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Why do you have to wait 3 months after surgery to have your first PSA test?

ANSWER

You need to wait because some PSA stays in your blood after your prostate is removed. Waiting until it has cleared will increase the chance that you'll get an accurate result.

SOURCES:

American Cancer Society: "Following PSA Levels During and After Prostate Cancer Treatment."

American Urological Association: "PSA Testing for the Pretreatment Staging and Posttreatment Management of Prostate Cancer."

British Journal of Medical and Surgical Urology : "PSA velocity and doubling time in diagnosis and prognosis of prostate cancer."

Harvard Medical School: "Immediate radiation when PSA levels spike after prostate cancer surgery helps reduce risk of recurrence."

Johns Hopkins Medicine: "Radical Prostatectomy," "Top Prostate Cancer Questions," "What Happens if PSA Comes Back After Surgery?"

Mayo Clinic: "PSA Test."

National Cancer Institute: "Prostate-Specific Antigen (PSA) Test."

NCCN: "Guidelines for Patients: Prostate Cancer."

Prostate Cancer Foundation: "PSA Rising."

Urology : "Timing of PSA nadir after radical prostatectomy and risk of biochemical recurrence."

U.S. Preventive Services Task Force: "Prostate Cancer: Screening."

Reviewed by Nazia Q Bandukwala on December 11, 2019

SOURCES:

American Cancer Society: "Following PSA Levels During and After Prostate Cancer Treatment."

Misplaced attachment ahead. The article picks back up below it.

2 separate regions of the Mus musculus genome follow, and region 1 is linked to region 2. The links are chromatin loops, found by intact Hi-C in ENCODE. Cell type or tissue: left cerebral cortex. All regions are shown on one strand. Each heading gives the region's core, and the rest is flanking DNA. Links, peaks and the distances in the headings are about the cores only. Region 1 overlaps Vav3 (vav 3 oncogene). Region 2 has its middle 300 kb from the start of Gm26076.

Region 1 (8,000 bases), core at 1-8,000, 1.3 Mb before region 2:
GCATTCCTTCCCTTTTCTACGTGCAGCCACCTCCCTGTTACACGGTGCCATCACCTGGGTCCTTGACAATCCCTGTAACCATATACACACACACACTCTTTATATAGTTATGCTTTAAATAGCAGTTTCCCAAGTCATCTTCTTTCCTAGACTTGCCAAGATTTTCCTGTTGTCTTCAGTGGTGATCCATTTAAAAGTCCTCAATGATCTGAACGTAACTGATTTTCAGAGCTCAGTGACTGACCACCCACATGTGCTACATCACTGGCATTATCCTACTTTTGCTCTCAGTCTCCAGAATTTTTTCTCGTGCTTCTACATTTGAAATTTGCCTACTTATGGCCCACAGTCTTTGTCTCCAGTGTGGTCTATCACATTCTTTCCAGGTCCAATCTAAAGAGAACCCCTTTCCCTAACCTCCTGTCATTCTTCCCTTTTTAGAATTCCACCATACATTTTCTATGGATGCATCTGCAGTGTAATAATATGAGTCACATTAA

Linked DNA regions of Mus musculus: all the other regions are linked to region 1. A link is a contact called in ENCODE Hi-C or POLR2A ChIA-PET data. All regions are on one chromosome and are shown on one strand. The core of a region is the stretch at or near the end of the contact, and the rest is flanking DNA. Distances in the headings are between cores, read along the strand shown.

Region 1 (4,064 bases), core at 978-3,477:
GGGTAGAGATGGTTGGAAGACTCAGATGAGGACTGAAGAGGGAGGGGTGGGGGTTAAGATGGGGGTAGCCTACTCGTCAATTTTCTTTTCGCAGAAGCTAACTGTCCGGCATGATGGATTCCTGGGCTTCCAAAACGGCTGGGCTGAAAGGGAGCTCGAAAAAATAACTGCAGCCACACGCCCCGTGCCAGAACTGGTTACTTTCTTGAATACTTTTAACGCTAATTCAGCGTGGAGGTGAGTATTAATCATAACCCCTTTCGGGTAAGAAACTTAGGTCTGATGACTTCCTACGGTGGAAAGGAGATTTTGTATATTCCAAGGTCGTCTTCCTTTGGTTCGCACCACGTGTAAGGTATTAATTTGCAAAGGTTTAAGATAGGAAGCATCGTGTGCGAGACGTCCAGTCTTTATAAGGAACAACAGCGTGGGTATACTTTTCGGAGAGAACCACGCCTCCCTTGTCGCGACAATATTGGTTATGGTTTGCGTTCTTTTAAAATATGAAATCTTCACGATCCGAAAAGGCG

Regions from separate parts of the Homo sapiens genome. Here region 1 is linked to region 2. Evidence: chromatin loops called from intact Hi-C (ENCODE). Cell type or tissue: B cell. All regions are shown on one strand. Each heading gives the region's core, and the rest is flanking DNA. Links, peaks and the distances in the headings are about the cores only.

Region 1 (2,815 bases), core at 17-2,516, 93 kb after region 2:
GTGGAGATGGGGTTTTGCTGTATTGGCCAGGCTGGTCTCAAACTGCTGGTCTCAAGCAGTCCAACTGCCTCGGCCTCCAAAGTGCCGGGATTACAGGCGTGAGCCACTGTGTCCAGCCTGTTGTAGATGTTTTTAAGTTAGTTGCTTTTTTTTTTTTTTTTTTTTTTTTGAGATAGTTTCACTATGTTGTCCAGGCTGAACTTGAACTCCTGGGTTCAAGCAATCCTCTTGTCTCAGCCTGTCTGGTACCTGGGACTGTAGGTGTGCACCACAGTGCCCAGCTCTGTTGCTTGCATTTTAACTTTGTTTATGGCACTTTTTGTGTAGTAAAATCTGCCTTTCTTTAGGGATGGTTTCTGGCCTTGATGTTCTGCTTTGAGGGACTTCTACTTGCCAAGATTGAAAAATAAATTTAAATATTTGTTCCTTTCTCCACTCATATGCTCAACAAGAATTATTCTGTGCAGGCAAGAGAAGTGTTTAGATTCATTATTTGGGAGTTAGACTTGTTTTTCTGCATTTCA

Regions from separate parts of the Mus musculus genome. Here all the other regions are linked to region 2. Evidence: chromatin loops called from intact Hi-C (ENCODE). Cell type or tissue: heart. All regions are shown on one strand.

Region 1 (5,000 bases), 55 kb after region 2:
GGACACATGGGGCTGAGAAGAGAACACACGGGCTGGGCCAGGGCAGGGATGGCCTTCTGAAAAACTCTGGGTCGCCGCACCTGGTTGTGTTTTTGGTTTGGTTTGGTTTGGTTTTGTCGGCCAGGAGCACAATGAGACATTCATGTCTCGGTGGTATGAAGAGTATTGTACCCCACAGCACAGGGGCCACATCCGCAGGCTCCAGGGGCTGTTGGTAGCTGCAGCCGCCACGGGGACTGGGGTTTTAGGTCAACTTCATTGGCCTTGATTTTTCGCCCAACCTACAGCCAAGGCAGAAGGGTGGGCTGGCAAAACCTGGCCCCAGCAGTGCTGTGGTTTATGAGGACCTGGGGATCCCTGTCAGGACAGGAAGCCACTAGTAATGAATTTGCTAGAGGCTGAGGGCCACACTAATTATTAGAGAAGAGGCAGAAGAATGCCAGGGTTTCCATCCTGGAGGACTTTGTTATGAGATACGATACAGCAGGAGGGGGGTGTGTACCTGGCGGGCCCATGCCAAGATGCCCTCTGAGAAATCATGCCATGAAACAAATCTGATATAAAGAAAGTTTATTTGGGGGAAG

American Urological Association: "PSA Testing for the Pretreatment Staging and Posttreatment Management of Prostate Cancer."

British Journal of Medical and Surgical Urology : "PSA velocity and doubling time in diagnosis and prognosis of prostate cancer."

Harvard Medical School: "Immediate radiation when PSA levels spike after prostate cancer surgery helps reduce risk of recurrence."

Johns Hopkins Medicine: "Radical Prostatectomy," "Top Prostate Cancer Questions," "What Happens if PSA Comes Back After Surgery?"

Mayo Clinic: "PSA Test."

National Cancer Institute: "Prostate-Specific Antigen (PSA) Test."

NCCN: "Guidelines for Patients: Prostate Cancer."

Prostate Cancer Foundation: "PSA Rising."

Urology : "Timing of PSA nadir after radical prostatectomy and risk of biochemical recurrence."

U.S. Preventive Services Task Force: "Prostate Cancer: Screening."

Reviewed by Nazia Q Bandukwala on December 11, 2019

NEXT QUESTION:

If your PSA levels are greater than zero after surgery, does this mean you have cancer?

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